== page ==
$10 Billion to $1 in Zimbabwe
By David J. Theroux • Thursday July 31, 2008 11:17 AM PDT • 5 Comments
To follow up on my recent posting regarding the funding of oppression in Zimbabwe through hyperinflation, Zimbabwean Central Bank Governor Gideon Gono has announced that after issuing $100 billion notes (not yet enough to buy even a loaf of bread), the government is devaluing its currency by dropping 10 zeroes, converting 10 billion dollars into one. AP reports (see here and here) that:
President Robert Mugabe threatened a state of emergency if businesses profiteer from the country’s economic crisis . . . . “Entrepreneurs across the board, don’t drive us further,” Mugagbe warned in a nationally televised address after the currency announcement. “If you drive us even more, we will impose emergency measures. . . . They can be tough rules.”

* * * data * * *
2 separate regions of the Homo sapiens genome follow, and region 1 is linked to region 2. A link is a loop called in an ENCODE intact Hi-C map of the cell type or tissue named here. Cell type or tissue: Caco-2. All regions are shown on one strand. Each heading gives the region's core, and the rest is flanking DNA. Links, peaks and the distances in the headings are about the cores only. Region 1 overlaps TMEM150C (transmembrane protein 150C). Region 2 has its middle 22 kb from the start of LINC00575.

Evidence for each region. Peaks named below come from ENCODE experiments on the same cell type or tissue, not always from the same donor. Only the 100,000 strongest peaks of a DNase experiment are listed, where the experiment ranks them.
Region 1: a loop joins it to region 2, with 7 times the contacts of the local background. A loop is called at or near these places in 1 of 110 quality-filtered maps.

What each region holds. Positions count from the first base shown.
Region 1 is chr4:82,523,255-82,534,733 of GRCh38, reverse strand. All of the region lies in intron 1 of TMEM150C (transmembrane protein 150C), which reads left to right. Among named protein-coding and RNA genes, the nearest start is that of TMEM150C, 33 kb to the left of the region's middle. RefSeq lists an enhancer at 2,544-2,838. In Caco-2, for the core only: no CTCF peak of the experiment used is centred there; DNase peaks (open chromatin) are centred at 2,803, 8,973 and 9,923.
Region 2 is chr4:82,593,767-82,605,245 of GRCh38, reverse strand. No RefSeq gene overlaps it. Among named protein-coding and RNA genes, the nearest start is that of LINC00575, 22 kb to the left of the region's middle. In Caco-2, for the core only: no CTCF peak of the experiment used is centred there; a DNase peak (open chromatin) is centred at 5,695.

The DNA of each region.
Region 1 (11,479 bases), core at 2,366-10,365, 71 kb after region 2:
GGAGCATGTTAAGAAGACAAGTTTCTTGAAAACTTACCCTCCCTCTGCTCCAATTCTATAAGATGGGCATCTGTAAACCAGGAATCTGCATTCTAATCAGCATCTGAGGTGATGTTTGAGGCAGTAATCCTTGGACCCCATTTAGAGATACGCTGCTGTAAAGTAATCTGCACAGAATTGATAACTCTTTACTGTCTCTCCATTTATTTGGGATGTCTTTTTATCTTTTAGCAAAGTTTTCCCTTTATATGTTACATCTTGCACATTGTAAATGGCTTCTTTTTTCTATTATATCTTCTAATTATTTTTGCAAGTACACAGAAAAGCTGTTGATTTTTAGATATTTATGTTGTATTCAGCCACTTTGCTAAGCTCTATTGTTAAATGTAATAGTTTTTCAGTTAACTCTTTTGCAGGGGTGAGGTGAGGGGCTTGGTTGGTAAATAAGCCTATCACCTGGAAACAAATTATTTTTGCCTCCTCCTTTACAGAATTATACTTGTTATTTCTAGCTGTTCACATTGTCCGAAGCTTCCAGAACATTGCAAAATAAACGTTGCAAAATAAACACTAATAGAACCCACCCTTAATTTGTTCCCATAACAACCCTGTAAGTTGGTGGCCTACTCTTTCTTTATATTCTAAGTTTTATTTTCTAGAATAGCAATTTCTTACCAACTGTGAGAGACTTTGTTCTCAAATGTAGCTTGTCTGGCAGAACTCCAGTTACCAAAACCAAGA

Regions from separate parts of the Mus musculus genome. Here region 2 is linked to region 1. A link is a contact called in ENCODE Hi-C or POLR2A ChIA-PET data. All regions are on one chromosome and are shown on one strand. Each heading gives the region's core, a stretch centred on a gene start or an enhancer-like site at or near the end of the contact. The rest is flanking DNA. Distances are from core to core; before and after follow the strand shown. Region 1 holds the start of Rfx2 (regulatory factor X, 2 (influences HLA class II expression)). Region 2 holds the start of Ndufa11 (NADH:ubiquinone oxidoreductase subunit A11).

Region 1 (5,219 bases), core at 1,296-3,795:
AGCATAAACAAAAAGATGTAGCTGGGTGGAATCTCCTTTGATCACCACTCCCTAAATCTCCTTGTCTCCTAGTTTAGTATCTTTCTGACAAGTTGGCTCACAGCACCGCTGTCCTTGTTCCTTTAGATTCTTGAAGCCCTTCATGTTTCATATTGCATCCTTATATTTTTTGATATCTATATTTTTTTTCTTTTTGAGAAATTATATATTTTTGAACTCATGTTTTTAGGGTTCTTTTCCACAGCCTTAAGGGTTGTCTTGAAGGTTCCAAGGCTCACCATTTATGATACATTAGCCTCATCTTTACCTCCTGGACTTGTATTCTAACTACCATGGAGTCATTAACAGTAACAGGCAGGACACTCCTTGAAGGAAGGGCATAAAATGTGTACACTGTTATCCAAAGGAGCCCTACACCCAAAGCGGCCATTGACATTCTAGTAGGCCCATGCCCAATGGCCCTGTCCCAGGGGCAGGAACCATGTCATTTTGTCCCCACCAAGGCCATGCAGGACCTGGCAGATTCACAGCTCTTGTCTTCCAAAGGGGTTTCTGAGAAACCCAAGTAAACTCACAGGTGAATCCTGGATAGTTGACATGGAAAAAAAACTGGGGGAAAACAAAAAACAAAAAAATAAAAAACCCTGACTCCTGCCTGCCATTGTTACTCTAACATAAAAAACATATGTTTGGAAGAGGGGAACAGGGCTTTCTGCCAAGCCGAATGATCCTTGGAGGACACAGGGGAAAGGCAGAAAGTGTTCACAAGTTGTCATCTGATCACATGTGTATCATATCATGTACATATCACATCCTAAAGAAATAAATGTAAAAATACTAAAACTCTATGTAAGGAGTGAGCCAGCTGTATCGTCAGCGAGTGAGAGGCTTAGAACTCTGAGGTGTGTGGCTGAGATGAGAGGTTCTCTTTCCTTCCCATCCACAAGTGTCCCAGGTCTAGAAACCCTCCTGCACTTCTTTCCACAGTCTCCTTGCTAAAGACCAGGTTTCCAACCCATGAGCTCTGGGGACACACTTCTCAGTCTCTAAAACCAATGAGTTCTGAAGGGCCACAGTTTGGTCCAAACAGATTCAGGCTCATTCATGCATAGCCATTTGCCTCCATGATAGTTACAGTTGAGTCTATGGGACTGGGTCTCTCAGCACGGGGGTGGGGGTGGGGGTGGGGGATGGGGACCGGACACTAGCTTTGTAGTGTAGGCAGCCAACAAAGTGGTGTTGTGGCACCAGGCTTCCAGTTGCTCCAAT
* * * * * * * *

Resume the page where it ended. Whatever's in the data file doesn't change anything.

Of course, this massive currency devaluation will have no effect whatever on the escalating hyperinflation. As AP notes:
Inflation, the highest in the world, is officially running at 2.2 million percent in Zimbabwe, but independent economists say it is closer to 12.5 million percent.
Economist John Robertson said the new bills will soon be worthless, because the inflation rate continues to skyrocket.
Our newest book, Good Money by George Selgin, explains that legalizing private currency is the solution for people to protect themselves from being victimized by central banking monopolies.